In the last month the government via the Department for Business, Innovation and Skills (BIS) has issued guidance on zero hours contracts and on when they may be and may not be appropriate.
After the election certain types of zero hours with exclusivity clauses were banned, but there are still many variants of lawful zero hours contracts in use and these are still regularly in the headlines, with unions claiming them to be exploitative, many business groups saying that they provide the sort of flexibility that employers need and many workers welcome.
A lawful zero hours contract as we stand today is one where neither employer nor employee are bound to offer (employer) or accept (employee) hours, but once hours are offered and accepted the two parties are usually then bound by a set of contractual terms – see the section below on ‘Zero Hours – Status’ for more details.
BIS has published examples of appropriate use of zero hours contracts and inappropriate use – these are also featured below. In a nutshell however, employers should check whether those workers on zero hours contracts are in reality representative of the ‘appropriate’ description. If in a particular worker’s case they are working relatively predictable hours from week to week over a reasonable period of time then BIS guidance (which isn’t binding but which the employment tribunals will pay heed to) would suggest that they should be moved off zero hours contracts and onto another more appropriate sort of contract (permanent/fixed term etc.)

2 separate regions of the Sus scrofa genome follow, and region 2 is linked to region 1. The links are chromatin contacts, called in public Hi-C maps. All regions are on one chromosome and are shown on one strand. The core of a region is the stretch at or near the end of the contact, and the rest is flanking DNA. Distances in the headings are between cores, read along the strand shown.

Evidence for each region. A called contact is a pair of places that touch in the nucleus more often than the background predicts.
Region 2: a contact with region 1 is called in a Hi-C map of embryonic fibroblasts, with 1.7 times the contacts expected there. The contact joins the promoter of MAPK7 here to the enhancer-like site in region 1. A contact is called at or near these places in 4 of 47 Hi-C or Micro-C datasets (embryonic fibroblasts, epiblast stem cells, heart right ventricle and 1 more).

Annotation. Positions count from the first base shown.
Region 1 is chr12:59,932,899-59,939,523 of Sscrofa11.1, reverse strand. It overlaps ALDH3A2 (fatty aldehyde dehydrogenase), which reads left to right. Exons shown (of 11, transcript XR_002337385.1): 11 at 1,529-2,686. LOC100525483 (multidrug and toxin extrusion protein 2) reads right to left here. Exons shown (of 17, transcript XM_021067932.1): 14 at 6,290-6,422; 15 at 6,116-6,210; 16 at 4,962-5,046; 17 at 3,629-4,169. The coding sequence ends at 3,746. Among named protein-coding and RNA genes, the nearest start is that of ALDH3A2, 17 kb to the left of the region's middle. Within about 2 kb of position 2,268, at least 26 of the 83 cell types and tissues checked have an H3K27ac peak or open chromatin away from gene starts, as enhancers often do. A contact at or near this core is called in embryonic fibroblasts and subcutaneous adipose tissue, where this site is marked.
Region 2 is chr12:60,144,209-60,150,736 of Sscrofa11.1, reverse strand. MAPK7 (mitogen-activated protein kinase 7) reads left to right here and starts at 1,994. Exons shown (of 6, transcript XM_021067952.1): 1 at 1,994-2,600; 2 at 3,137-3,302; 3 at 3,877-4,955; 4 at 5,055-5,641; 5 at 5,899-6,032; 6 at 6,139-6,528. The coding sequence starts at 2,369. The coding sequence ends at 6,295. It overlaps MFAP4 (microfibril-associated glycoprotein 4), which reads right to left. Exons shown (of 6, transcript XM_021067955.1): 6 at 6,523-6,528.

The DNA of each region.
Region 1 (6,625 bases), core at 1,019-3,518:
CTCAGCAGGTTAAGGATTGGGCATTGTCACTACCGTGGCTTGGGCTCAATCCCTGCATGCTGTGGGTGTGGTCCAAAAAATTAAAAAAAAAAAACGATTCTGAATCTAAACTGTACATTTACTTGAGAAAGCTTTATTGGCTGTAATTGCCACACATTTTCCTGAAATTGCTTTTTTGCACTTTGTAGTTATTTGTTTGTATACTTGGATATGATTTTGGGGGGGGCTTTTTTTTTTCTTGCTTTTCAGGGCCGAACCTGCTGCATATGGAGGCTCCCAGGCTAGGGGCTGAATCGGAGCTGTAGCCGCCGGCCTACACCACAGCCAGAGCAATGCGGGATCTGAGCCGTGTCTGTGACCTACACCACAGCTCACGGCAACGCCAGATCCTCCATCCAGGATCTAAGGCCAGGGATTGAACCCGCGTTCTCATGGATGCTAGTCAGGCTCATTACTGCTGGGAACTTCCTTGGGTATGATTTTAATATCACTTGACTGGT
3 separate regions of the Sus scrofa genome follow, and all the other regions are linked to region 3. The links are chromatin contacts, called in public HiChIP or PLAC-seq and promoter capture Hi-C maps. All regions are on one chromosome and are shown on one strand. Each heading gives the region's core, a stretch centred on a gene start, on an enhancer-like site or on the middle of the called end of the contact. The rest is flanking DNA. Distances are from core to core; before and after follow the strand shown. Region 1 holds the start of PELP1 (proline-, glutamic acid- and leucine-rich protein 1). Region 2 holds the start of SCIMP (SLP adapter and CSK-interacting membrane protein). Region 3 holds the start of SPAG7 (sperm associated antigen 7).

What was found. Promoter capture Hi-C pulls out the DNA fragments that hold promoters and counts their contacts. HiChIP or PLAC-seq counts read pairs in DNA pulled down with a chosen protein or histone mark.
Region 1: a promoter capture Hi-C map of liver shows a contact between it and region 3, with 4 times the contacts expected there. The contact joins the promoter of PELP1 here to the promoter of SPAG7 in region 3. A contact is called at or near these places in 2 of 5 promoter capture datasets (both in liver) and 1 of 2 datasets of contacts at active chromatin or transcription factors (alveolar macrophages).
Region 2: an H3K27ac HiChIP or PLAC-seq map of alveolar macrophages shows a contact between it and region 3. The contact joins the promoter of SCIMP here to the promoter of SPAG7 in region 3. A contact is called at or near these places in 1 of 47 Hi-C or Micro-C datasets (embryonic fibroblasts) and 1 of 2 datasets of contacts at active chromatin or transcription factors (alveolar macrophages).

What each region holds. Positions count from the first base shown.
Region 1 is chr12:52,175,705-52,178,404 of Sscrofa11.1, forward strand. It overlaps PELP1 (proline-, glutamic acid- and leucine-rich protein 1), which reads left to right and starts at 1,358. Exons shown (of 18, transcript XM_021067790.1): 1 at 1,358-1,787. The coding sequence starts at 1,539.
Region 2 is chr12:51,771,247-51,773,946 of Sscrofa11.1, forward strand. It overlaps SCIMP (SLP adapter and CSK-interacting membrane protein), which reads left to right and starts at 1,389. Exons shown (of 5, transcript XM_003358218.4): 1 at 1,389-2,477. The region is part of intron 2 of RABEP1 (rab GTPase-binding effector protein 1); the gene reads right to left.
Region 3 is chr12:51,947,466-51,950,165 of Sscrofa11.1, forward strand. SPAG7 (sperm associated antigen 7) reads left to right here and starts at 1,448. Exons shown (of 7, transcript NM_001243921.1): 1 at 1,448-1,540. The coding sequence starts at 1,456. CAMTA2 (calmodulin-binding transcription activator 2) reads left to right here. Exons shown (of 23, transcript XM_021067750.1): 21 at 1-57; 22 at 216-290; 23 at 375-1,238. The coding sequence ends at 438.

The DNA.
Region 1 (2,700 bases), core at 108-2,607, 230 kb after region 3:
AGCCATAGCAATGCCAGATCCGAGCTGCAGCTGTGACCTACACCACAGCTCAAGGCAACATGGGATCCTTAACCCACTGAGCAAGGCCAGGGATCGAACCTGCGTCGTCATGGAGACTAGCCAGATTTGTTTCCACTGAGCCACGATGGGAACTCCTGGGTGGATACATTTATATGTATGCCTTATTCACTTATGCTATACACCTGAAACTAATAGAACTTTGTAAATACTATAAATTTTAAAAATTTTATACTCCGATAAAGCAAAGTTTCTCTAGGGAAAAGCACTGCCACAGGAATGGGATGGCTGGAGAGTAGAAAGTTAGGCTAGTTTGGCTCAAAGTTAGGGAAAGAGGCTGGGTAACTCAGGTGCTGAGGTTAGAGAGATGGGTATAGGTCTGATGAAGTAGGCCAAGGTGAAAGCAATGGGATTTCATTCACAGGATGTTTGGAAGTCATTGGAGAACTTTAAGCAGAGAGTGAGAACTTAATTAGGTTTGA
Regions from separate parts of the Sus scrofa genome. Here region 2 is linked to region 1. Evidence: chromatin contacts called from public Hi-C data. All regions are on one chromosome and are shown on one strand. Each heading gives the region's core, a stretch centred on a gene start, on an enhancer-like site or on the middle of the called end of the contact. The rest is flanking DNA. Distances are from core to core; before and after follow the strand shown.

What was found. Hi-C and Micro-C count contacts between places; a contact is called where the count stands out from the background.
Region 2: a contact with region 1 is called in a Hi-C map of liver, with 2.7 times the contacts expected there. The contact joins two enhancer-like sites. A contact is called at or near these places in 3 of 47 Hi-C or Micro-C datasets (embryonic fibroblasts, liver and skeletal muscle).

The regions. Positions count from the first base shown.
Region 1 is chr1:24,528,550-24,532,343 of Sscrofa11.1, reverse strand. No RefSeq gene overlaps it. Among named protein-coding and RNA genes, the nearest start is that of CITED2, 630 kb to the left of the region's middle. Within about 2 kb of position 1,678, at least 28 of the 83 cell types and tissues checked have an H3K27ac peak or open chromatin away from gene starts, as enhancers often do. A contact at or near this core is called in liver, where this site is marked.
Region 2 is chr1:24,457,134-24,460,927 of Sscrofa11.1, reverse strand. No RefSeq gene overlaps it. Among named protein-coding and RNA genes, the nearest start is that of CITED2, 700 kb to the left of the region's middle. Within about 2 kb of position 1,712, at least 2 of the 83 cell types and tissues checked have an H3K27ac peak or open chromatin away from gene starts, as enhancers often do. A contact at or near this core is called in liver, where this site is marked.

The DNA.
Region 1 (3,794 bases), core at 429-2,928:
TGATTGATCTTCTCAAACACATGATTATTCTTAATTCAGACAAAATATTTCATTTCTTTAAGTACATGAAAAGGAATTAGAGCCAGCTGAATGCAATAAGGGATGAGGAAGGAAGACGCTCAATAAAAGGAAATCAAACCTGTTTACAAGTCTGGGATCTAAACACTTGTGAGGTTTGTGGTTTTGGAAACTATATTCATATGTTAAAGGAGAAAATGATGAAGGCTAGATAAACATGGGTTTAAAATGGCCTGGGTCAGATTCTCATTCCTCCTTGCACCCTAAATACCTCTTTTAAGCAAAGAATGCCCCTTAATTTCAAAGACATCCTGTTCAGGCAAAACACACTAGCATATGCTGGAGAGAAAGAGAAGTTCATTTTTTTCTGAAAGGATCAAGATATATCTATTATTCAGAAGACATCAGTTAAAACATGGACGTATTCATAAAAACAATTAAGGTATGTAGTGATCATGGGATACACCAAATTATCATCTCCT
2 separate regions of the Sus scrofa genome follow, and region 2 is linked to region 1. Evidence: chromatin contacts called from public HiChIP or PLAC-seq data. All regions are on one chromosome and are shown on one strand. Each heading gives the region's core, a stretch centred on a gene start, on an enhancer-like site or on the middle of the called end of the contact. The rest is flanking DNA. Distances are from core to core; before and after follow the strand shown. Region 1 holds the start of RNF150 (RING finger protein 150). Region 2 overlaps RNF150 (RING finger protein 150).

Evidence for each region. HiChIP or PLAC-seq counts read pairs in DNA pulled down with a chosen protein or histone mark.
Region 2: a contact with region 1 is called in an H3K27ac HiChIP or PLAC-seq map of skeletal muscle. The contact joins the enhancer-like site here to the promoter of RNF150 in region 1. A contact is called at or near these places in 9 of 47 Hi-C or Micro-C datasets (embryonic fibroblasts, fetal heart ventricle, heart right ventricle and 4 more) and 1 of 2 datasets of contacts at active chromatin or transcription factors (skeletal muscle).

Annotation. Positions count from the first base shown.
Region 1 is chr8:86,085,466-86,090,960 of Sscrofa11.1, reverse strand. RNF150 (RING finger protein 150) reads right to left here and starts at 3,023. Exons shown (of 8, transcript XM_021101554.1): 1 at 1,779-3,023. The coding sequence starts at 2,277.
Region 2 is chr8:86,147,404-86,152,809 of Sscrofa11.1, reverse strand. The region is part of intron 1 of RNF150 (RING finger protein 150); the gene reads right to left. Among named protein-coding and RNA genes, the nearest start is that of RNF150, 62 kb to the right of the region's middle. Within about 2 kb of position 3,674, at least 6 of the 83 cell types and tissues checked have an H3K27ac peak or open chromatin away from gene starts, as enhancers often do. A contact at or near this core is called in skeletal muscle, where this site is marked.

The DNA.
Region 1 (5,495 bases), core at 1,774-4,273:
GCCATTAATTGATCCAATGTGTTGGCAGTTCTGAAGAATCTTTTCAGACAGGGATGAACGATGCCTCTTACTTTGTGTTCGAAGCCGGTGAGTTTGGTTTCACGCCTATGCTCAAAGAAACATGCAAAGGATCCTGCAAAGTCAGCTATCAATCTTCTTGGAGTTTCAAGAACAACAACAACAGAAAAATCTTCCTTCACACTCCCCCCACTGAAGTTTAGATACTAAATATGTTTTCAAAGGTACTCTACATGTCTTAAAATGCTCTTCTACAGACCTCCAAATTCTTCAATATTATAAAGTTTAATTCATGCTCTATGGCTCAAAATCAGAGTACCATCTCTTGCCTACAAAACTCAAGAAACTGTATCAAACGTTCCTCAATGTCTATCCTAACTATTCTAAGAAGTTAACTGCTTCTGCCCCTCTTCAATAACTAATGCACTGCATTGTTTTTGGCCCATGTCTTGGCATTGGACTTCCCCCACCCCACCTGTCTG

BIS Guidance – Appropriate use of zero hours contracts:
- Irregular demand for work
- Individuals who need flexibility e.g. studies, childcare
- Peaks of demand in hospitality, leisure, catering
- Seasonal peaks for short periods Special events e.g. a hotel handling a wedding
- Unexpected absence of key staff
- New business start-ups
- New services being tested on the market
BIS Guidance – Inappropriate use of zero hours contracts:
- Regular hours over a continuous period of time (BIS give an example of an individual working 9am – 1pm for a year)
- Running the core business
BIS Guidance – Alternatives to the use of zero hours contracts:
- Offer overtime to permanent staff
- Recruit a part time or fixed term employee
- Use annualised hours contracts
- Use agency staff
Zero Hours – Key characteristics of a Zero hours arrangement:
- Employer does not guarantee hours of work
- Employer offers work but the individual has the choice of whether it accepts or declines work offered
- NMW regulations apply
- Entitled to statutory employment rights
- Individuals on a zero hours contract will either have the employment status of a ’worker’ or an ‘employee’
- Suitable where work demands are irregular or where there is not a constant demand for staff i.e. setting a new business up or seasonal peaks in demand
- Exclusivity clauses strictly prohibited
- When recruiting, employer should clearly state that the job is zero hours
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